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Bullying victim helps others

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A man who grew up in Daventry has posted an online video about his years as a victim of homophobic bullying as a teenager.

The video, part of the It Gets Better campaign, detail’s Daniel Smyth’s struggle as a victim of homophobic bullying.

Mr Smyth, 26, now lives in Liverpool working with Bare Escentuals.

He said: “I recently started my own YouTube channel, originally to do beauty tutorials but it has since become a place for me to also blog about my teenage years.

“I recently posted a video on my Facebook about some of my experiences in school and have been overwhelmed with the response.

“I went to Daventry William Parker School which is where I completed my GCSEs. During my time there I was bullied on a daily basis.

“I struggled throughout school. My time in school wasn’t about learning, it was about getting by without being seen or heard.

“I would regularly fake an illness so I would not have to go in because I despised it. This was a real shame, as I did actually enjoy learning but I hated the environment I was in.

“I became so good at hiding the bullying that it went undetected by teachers.

“For a long time, this has been playing on my mind, I’ve read story after story about teenagers committing suicide because they felt there was no way out, and they had no one to talk to, and that is a really bad place to be. I should know.”

Daniel Smyth’s mother Sara has spoken about how proud she is of her son.

Sara, who still lives in Daventry, said: “Daniel was brought up in a single parent family – it was just me and his brother and sister.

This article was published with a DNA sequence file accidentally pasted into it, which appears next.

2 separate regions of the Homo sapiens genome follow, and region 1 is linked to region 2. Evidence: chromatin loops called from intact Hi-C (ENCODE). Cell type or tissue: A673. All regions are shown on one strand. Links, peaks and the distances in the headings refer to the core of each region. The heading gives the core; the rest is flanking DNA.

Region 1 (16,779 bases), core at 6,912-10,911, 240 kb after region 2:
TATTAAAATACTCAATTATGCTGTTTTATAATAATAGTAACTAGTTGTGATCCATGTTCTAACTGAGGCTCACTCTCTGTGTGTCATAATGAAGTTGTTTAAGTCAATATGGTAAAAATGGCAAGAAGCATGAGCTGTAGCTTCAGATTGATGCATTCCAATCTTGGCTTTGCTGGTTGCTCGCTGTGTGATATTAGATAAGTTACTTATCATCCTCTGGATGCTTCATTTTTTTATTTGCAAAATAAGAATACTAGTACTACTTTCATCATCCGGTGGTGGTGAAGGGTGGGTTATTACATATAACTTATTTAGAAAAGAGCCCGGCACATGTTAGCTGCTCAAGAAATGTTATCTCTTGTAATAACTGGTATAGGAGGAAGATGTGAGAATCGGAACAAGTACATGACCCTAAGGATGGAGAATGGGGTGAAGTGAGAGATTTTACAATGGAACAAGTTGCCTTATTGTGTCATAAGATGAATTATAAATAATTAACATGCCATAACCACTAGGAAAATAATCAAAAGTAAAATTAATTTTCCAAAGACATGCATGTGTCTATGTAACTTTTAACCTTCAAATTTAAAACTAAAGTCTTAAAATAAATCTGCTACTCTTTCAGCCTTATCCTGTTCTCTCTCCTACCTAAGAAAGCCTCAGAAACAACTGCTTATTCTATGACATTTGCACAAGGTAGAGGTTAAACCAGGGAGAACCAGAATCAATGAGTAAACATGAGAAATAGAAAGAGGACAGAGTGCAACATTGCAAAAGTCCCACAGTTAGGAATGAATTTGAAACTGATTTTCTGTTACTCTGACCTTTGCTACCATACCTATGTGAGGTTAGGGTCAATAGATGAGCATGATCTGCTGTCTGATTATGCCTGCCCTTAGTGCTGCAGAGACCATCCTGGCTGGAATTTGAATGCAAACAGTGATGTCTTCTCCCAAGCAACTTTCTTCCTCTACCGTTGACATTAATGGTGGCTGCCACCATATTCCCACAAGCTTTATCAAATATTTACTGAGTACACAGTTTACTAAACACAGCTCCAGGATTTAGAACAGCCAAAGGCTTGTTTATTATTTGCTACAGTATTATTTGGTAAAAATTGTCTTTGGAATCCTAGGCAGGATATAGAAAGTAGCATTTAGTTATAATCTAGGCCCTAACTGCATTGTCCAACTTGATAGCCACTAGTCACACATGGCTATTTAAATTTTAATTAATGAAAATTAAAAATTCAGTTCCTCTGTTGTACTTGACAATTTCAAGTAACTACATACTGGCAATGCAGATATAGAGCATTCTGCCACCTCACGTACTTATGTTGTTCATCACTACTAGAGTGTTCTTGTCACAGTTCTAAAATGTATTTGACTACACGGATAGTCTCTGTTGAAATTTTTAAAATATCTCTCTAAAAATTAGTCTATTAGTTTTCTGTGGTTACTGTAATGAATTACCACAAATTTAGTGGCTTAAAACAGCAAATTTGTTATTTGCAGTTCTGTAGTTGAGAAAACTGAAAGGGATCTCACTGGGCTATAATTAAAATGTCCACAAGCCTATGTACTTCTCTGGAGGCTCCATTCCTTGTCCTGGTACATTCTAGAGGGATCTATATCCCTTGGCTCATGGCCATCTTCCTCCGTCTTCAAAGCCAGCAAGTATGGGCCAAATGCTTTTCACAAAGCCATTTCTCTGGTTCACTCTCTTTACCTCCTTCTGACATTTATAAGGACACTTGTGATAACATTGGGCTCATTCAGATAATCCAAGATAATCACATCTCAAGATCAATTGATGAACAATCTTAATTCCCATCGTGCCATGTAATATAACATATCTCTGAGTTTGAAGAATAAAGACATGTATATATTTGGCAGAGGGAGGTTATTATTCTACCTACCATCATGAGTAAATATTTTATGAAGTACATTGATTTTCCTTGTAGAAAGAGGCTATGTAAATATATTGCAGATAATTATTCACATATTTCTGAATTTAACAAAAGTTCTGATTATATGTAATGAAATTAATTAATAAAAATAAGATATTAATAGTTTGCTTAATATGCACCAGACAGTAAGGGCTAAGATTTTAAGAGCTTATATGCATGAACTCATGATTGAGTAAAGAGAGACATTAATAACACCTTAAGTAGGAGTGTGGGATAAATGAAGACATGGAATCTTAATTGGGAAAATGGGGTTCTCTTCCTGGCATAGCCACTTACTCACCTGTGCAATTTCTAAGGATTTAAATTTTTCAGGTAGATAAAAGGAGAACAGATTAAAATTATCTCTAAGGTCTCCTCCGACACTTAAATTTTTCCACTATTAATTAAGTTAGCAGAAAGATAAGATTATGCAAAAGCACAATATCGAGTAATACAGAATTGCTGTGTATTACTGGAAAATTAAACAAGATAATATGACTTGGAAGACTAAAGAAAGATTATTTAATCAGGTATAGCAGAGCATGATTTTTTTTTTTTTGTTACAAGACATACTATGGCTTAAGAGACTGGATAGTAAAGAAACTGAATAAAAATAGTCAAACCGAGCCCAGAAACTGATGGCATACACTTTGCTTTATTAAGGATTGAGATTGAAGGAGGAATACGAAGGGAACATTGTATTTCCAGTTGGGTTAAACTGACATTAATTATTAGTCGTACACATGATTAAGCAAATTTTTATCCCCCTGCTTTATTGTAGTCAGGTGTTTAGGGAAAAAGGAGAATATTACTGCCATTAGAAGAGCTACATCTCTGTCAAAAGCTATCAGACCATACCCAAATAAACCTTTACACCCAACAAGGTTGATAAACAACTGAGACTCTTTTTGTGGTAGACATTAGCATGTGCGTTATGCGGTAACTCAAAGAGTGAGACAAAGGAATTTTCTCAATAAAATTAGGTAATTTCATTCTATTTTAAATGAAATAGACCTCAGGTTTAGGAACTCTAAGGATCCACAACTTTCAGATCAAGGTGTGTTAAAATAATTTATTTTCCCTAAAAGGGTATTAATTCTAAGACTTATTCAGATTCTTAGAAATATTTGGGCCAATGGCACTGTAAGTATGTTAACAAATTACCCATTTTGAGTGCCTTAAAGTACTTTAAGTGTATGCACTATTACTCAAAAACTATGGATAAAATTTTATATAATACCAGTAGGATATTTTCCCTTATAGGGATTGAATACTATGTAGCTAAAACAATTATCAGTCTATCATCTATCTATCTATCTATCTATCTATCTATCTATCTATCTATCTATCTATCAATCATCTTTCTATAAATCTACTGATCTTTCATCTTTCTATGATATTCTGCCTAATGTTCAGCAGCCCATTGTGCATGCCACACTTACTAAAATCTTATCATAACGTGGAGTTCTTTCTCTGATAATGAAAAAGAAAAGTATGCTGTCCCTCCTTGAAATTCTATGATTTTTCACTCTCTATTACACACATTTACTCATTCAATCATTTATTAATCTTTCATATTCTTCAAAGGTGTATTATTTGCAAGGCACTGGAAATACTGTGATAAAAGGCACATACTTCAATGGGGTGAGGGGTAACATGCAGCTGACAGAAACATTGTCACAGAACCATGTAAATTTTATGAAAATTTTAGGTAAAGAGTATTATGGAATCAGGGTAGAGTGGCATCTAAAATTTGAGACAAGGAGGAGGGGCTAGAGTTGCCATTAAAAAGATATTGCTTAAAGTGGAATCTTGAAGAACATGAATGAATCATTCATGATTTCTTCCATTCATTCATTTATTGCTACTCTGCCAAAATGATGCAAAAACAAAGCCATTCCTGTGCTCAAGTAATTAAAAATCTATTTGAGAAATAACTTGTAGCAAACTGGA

“I got into a difficult relationship and I was suffering from bipolar, and it was Daniel who took the role of man of the house.

“I didn’t know he was gay or being bullied while he was a teenager. I guess Daniel thought it was another stress for me and didn’t want to tell me. He didn’t tell me he was gay until he was at university.

“I remember once when he was a teenager he went out to go to a friend’s house and came home bloody. He said someone had jumped out from some garage and headbutted him.

“He’s since told me they headbutted him because he was gay.

“It is upsetting as a parent to think your child felt they couldn’t tell you what was happening.

“Daniel didn’t expect to get the grades he needed to go to university. But he put his head down and studied, and he got the grades.

“He excelled himself. He went off to university and from there he’s gone on to have a wonderful job and life.

“Daniel’s always put his heart into everything and worked hard to achieve things, I think that comes from not wanting to give into adversity as a young person. He’s now taken on two foster children.

“I’m extremely proud of him. He’s done absolutely fantastic. He’s gone out there and grabbed life with both hands.

“It shows that things really do get better – Daniel was the victim of homophobic bullying as a teenager, but he overcame that and has gone on to have a fantastic life.”

 

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